Jury deliberating Kathina case, selection process for Hillary replacement criticized, crash closes major intersection, new life for vacant anchor space at Crossgates?

The jury in the trial of Jermayne Timmons, the teen accused of firing the shot that killed Kathina Thomas, heard closing arguments yesterday before going into deliberations. The jurors were sent home at 9:30 pm and will continue deliberating today. [TU]

The gunman in the I-90 shootout had been on probation after pleading guilty to a handful of charges related to a 2006 robbery in Connecticut. He died Monday night after being taken off life support. [TU]

Jim Tedisco says Hillary Clinton's replacement in the US Senate should be picked by voters in a special election. It would seem that the chances of that actually happening are extremely small. [TU] [AP/Troy Record]

The New York Daily News reports that Andrew Cuomo has interviewed with David Paterson for Hillary Clinton's Senate seat -- though Cuomo's people called the story "factually inaccurate." [NYDN]

David Paterson has nominated Jonathan Lippman to become chief judge of the New York Court of Appeals (the state's highest court). Lippman is a veteran judge in New York's court system -- and was apparently the favorite of out-going chief judge Judith Kaye. [AP/TU] [NYT]

Albany Med announced yesterday that it used a relatively new body cooling technique to help save a man who had a heart attack. The technique has been used at hospitals in other cities, but this was the first time it was used in the Capital Region. The hospital now plans to use the technique for other conditions, such as stroke. [TU] [Daily Gazette] [WNYT]

A nasty-looking crash closed the intersection of Routes 20 and 155 in Guilderland this morning. [CBS6] [Daily Gazette]

Local homeless shelters say they're filling up as the temperature goes down. [Fox23]

Lafarge says it's laying off 37 people at the cement plant in Ravena. [TU]

About 20 contractors have expressed some interest in building Saratoga Springs' new South Side Recreation Center. One quirk about the job: the contractor has to figure out a way to spend $1.3 million by April 1. [Saratogian] [TU]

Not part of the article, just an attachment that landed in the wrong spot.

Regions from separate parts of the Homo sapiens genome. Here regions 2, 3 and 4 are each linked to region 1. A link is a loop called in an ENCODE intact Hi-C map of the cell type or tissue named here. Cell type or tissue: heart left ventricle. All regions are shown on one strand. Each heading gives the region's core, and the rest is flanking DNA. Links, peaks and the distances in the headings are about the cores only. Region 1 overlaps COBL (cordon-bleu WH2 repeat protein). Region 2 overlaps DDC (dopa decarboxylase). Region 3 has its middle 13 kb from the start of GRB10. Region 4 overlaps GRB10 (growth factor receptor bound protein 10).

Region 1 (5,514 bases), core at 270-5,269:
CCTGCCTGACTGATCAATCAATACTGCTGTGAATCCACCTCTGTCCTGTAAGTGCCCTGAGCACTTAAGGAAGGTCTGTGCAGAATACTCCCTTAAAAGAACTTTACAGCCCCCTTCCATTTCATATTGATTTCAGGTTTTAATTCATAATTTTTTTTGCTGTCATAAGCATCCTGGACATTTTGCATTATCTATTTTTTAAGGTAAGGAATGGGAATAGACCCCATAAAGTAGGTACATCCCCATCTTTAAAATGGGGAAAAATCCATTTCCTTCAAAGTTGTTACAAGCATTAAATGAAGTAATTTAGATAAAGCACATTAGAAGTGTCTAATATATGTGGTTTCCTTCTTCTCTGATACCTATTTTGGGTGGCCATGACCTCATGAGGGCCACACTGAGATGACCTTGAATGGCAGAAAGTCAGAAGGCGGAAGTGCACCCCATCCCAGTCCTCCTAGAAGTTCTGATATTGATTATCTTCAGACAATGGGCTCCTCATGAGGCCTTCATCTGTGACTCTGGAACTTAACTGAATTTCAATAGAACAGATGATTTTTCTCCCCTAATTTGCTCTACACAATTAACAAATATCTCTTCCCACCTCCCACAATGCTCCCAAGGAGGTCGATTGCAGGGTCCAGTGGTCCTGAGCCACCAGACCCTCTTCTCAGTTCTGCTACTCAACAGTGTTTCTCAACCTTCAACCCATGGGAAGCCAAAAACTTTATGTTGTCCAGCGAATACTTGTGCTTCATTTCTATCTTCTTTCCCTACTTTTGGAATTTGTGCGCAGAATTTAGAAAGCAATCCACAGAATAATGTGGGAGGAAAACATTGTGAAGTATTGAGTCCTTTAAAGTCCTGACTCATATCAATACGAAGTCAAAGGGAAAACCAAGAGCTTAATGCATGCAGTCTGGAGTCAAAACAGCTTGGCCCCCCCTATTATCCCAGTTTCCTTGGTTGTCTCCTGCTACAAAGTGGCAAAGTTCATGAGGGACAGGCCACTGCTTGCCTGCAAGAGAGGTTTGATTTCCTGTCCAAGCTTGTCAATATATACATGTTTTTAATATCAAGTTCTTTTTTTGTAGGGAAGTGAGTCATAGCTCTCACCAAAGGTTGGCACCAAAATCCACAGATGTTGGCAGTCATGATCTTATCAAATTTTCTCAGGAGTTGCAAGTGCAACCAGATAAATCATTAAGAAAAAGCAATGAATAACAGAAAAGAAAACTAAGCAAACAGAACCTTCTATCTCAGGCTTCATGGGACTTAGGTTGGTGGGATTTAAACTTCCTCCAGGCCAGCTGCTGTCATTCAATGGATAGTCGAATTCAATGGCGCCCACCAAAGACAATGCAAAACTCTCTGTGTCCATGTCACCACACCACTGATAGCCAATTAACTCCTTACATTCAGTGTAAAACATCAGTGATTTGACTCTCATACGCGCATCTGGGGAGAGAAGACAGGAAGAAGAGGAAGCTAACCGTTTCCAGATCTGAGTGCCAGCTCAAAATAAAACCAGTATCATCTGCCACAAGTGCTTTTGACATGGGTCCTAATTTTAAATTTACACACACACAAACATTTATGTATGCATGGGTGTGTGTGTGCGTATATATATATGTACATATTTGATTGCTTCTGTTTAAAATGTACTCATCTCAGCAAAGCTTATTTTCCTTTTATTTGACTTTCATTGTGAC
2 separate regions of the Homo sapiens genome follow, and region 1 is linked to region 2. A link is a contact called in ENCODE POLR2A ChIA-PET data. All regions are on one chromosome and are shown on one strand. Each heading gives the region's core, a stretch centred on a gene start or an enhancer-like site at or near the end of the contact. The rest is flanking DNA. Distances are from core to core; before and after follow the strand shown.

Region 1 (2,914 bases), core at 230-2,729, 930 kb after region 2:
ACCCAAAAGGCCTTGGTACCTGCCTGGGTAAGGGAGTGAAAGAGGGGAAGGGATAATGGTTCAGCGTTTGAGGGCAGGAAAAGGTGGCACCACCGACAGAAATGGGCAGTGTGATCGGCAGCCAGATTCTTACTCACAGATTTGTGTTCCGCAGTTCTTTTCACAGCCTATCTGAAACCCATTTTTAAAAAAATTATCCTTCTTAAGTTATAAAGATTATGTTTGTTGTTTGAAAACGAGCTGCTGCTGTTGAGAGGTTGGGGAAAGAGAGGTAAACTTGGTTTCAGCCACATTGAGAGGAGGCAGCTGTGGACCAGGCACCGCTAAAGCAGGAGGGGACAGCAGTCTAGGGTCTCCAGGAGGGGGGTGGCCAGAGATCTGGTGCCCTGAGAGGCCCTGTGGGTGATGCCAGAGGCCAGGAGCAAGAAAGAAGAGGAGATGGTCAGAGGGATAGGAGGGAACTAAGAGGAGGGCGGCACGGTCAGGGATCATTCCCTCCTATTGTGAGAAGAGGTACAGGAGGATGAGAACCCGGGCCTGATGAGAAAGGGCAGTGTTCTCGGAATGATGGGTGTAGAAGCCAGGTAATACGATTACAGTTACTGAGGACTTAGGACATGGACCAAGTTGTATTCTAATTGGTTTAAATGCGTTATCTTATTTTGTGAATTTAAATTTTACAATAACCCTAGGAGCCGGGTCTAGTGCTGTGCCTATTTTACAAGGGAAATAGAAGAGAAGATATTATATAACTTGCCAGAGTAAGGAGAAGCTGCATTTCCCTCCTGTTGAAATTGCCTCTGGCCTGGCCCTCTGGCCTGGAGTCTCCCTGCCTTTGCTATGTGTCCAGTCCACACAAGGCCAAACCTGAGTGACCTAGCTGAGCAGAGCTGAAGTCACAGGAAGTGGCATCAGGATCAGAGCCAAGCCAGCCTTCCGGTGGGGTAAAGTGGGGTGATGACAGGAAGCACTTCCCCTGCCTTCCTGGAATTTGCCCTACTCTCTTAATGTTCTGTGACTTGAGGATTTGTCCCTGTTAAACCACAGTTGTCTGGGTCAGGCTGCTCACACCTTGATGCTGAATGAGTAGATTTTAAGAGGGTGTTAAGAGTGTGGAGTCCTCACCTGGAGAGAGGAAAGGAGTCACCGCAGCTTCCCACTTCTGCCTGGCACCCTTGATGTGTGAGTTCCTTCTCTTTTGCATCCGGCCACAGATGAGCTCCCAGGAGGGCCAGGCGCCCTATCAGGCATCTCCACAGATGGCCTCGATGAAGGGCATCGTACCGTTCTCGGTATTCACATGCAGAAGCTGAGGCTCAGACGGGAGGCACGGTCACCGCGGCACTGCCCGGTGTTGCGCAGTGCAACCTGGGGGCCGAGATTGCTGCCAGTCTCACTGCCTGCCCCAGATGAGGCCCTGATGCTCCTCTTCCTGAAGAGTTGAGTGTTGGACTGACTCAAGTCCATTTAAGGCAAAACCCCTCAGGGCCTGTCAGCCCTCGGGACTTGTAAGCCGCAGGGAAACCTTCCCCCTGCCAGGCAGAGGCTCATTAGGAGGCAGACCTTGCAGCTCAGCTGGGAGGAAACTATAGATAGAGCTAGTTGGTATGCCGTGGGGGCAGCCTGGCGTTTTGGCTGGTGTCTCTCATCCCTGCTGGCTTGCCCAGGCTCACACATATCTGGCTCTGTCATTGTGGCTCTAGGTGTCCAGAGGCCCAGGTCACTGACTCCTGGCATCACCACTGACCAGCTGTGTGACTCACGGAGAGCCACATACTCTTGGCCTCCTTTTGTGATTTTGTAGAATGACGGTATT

Amazon's suit against New York State for requiring out-of-state companies to collect sales tax for online sales was tossed from state court yesterday. [AP]

Macy's has sold two vacant anchor store slots at Crossgates to the company that owns the mall, which could open the way for new use of the space. The mall owner paid $9.5 million for the space. [Daily Gazette] [Biz Review]

After that truck fell through the ice in Schenectady's Central Park yesterday, city trucks will no longer be allowed to plow snow off the lake. The city says it had conducted tests of the ice and it had appeared to be thick enough to support the truck. [Daily Gazette]

A local bus company has canceled three buses scheduled to transport people to-and-from the inaugural next week because of concerns about gridlocked traffic. [TU]

Comments

Another local story: The box of Joy Ice Cream Cones in my kitchen cabinet says "double wrapped to insure freshness". And I'm pretty sure they meant "ensure" and not "insure". I've been investigating this potential misprint all morning and have not found a conclusive answer. And by "investigating", I mean I googled the different words, but got no immediate answer and quickly gave up. If anyone can can shed some light on this word problem, please come forward. k thanx.

Ensure. Used to assert certainty. Insure: to guarantee something into the future (insurance). Easiest way to get this is that ensure involves the present whereas insure projects into the future.

The only reason why I'm asking you AOA readers about this grammatical conundrum is because there's a 200% chance you're all smarter than me. Why has nobody responded? Fine. Be that way.

TM:
Your comment wasn't approved yet before my 2nd one. Thank you! I appreciate the input!
I blame Greg. That guy is always trying to make me look bad.

@Pants -- I blame Greg too.

I don't know if it sucks more to have your plans cancelled and have to scramble to find new arrangements, or to get stuck in traffic and miss the events, but I am glad to hear that the buslines are being conscientious of how crazy packed DC is going to be next week.

If anyone is planning on coming down for the Inauguration, one of the local TV stations is compiling a list of info (what items are banned, bridge and road closings, pedestrian walkways, etcetera) on its website: http://wjla.com/news/inauguration.html.

For public transportation info, check out http://wmata.com/getting_around/metro_events/inauguration.cfm. A number of rail stations will be closed or have special restrictions on them around the Capitol.

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